Provo, Utah Third City Getting Google Fiber

The Google Fiber blog reports that the company has chosen the third destination for its Gigabit Internet: Provo, Utah. To accomplish this, Google said that it has agreed to acquire iProvo, an existing fiber-optic network owned by the city. As part of the agreement, Google will upgrade the existing network to Gigabit technology and finish the network construction originally started by the city.

"Our agreement with Provo isn’t approved yet—it’s pending a vote by the City Council scheduled for next Tuesday, April 23," said Kevin Lo, General Manager of Google Fiber. "We intend to begin the network upgrades as soon as the closing conditions are satisfied and the deal is closed."

Lo said that Provo began constructing their own municipal network in 2004 because access to high speed connectivity was important to the community's future. However in 2011 the city began looking for a partner that would acquire the network and provide an affordable service. With Google in the picture, citizens may get free access to 5 Mbps Internet for at least seven years (after a $30 activation fee)… if the deal is approved, that is.

"We would also offer Google Fiber Gigabit Internet -- up to 100x faster Internet than today’s average broadband speeds -- and the option for Google Fiber TV service with hundreds of your favorite channels," he said. "We’d also provide free Gigabit Internet service to 25 local public institutions like schools, hospitals and libraries."

Lo pointed out that Utah is home to hundreds of tech companies and startups, many of which reside in or near Provo. Even more, the Provo area is ranked as second in the nation for patent growth, and typically ranked as one of the top places in the nation to do business and to live. That said, Gigabit Ethernet should help innovation flourish.

"Today, I did something that just two other U.S. Mayors have had the pleasure of doing – I announced that Google Fiber intends to make Provo its third 'Google Fiber City'," said Provo mayor John Curtis in a blog. "This is, as they say, “big news.” It allows us to finally implement a viable solution to the city’s ongoing iProvo troubles, a personal goal of mine since taking office. But it’s much bigger than that."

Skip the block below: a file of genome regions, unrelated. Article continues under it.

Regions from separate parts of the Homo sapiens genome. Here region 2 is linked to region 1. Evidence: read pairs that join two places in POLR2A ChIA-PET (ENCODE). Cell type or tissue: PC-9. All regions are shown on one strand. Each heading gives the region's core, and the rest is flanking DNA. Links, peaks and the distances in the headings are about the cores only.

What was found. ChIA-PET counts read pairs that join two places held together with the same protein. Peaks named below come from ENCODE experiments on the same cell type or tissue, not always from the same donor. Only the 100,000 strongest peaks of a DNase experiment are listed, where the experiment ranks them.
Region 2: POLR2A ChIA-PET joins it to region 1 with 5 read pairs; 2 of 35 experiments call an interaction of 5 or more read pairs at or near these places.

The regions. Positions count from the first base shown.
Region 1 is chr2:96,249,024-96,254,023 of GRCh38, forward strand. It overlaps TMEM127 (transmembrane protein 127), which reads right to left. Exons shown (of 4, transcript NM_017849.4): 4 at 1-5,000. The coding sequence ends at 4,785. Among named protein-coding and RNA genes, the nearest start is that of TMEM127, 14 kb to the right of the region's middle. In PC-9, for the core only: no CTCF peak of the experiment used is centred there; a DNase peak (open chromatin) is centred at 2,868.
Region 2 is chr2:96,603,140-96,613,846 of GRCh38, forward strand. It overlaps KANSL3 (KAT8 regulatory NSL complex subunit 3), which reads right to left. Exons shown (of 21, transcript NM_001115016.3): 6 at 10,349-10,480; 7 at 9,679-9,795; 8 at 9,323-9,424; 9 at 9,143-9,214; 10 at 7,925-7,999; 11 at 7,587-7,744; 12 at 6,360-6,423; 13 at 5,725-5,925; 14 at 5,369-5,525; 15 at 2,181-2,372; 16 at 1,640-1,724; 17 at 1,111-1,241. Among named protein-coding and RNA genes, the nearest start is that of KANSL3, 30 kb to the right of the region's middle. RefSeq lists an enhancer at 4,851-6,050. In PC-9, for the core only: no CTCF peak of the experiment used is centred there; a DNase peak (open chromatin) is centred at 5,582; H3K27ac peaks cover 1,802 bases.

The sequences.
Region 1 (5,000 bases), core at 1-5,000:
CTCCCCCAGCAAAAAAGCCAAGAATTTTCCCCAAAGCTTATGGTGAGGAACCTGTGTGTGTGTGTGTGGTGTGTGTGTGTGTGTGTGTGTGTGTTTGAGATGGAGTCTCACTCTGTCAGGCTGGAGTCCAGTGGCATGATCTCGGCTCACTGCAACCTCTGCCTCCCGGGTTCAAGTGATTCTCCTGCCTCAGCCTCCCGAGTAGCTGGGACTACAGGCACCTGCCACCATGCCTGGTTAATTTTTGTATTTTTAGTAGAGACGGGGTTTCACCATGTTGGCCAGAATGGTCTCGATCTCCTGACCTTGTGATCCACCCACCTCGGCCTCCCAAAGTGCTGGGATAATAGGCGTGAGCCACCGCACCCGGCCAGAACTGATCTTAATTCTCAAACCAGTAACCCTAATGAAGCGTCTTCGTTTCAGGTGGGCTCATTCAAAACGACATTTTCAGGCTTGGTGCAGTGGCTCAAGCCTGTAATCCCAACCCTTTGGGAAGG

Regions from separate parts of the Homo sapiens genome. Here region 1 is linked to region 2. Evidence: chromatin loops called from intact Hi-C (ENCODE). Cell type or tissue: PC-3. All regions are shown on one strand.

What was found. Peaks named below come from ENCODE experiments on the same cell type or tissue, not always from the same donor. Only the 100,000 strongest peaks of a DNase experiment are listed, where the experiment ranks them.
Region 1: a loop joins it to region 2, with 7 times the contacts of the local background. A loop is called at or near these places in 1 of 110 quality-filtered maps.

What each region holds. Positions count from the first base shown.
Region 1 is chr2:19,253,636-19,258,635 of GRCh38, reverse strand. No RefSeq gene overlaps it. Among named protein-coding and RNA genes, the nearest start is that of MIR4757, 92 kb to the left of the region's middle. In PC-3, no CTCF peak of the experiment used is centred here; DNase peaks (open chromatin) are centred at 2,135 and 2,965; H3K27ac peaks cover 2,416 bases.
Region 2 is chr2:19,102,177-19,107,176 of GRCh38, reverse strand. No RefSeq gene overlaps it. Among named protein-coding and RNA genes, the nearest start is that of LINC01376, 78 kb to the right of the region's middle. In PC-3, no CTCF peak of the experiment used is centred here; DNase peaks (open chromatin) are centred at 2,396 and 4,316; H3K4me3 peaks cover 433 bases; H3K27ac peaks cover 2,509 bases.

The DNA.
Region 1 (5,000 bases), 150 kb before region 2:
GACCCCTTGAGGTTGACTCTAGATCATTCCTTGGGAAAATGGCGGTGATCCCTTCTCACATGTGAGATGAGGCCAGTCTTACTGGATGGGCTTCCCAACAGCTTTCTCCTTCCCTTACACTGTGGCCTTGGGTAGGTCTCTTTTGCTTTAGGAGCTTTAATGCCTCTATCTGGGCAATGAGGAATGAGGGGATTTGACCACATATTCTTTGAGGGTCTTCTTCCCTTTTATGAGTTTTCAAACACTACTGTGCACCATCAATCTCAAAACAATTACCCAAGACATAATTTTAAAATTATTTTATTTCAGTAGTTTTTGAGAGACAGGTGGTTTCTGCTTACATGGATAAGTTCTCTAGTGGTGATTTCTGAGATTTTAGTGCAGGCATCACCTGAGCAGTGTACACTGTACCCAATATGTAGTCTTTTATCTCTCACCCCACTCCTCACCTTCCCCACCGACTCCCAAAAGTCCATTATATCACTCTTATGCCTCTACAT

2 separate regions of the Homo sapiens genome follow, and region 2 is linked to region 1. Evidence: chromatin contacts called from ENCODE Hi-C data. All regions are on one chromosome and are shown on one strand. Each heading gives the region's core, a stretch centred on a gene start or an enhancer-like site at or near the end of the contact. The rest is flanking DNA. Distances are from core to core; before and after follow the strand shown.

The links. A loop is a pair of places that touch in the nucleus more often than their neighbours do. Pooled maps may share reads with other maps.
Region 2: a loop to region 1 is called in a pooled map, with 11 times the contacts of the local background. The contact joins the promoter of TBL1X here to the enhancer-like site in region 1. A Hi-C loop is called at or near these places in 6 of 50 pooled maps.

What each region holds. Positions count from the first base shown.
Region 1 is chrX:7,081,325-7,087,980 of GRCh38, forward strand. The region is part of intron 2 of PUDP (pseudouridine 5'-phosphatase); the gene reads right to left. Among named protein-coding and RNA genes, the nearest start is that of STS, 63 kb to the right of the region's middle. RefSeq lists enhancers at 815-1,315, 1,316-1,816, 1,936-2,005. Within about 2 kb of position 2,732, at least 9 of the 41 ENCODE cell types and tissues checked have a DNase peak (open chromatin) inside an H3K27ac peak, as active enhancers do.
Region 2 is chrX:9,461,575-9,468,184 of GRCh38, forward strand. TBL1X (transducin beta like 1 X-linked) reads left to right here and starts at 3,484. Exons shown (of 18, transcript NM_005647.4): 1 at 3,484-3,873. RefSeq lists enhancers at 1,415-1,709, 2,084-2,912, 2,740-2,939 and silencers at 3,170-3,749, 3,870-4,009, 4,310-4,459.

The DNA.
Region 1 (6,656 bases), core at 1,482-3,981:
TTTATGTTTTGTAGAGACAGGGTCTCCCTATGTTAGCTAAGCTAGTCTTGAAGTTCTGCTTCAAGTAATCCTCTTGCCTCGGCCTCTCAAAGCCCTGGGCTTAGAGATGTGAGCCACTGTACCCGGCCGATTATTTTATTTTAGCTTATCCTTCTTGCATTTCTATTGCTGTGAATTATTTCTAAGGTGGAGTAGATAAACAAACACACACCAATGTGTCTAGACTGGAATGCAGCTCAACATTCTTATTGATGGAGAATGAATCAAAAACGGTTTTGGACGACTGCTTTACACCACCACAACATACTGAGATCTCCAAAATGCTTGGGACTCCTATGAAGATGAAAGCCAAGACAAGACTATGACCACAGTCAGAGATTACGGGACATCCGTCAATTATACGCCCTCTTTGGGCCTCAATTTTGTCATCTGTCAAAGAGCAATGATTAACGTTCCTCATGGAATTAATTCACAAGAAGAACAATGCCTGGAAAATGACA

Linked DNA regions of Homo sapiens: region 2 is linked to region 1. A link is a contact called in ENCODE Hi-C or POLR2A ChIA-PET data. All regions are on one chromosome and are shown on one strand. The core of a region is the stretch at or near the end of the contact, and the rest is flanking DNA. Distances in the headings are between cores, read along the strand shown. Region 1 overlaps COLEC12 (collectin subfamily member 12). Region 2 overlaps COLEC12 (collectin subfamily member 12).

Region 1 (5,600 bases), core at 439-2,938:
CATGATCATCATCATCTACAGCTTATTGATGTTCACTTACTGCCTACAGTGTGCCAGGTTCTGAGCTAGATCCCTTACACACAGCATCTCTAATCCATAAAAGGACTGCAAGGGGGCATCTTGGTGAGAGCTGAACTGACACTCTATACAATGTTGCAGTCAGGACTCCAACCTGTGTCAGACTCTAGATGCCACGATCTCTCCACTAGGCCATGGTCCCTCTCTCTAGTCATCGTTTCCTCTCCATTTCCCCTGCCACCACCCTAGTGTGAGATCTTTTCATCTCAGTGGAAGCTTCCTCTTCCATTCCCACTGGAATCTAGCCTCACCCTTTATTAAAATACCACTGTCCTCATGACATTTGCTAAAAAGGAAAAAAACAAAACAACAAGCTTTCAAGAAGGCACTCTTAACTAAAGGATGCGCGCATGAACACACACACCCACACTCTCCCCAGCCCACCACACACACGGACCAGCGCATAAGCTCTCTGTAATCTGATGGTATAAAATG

The city of Provo also distributed a press release announcing its agreement with Google which can be read here.

Last week, Google announced the second destination for its Gigabit Internet coverage: Austin, Texas. It’s a "mecca for creativity and entrepreneurialism", said Milo Medin, Vice President of Google Fiber, with thriving artistic and tech communities, as well as the University of Texas and its new medical research hospital. The goal is to start connecting homes in Austin by mid-2014.

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    Top Comments
  • Onihikage
    Anonymous said:
    Happy with my 110 mbs service for a $100 a month. They can have it and those Utes.

    You'd rather pay $100 a month for 110 Mbps, instead of $70 a month for 1 Gbps? Do you hate money or something?
  • Other Comments
  • shikamaru31789
    Bah, I hate hearing about Google Fiber. All it does is make me sad because I know it'll never come to my city. All those lucky people getting free 5 mbit internet and access to gigabit internet. Meanwhile I'm stuck here paying $38 a month for 2 mbit 100-300ms DSL and trying to play First Person Shooters on it.
  • beoza
    This is pretty cool since I live in Utah. We do have our own high speed internet access called UTOPIA (Utah Telecommunication Open Infrastructure Agency) that runs on fiber lines. Google shouldn't have that hard of a time adding Provo since there's already fiber lines next door in Orem. Lots of Tech companies located in and around the Provo area, and most of them hiring. Really why not put it in Utah since the U of U was one of the original 4 Universities involved in ARPAnet (UCLA, Stanford Research Institute, UC Santa Barbara, and the University of Utah), the forerunner of today's modern internet.
  • Anonymous
    Happy with my 110 mbs service for a $100 a month. They can have it and those Utes.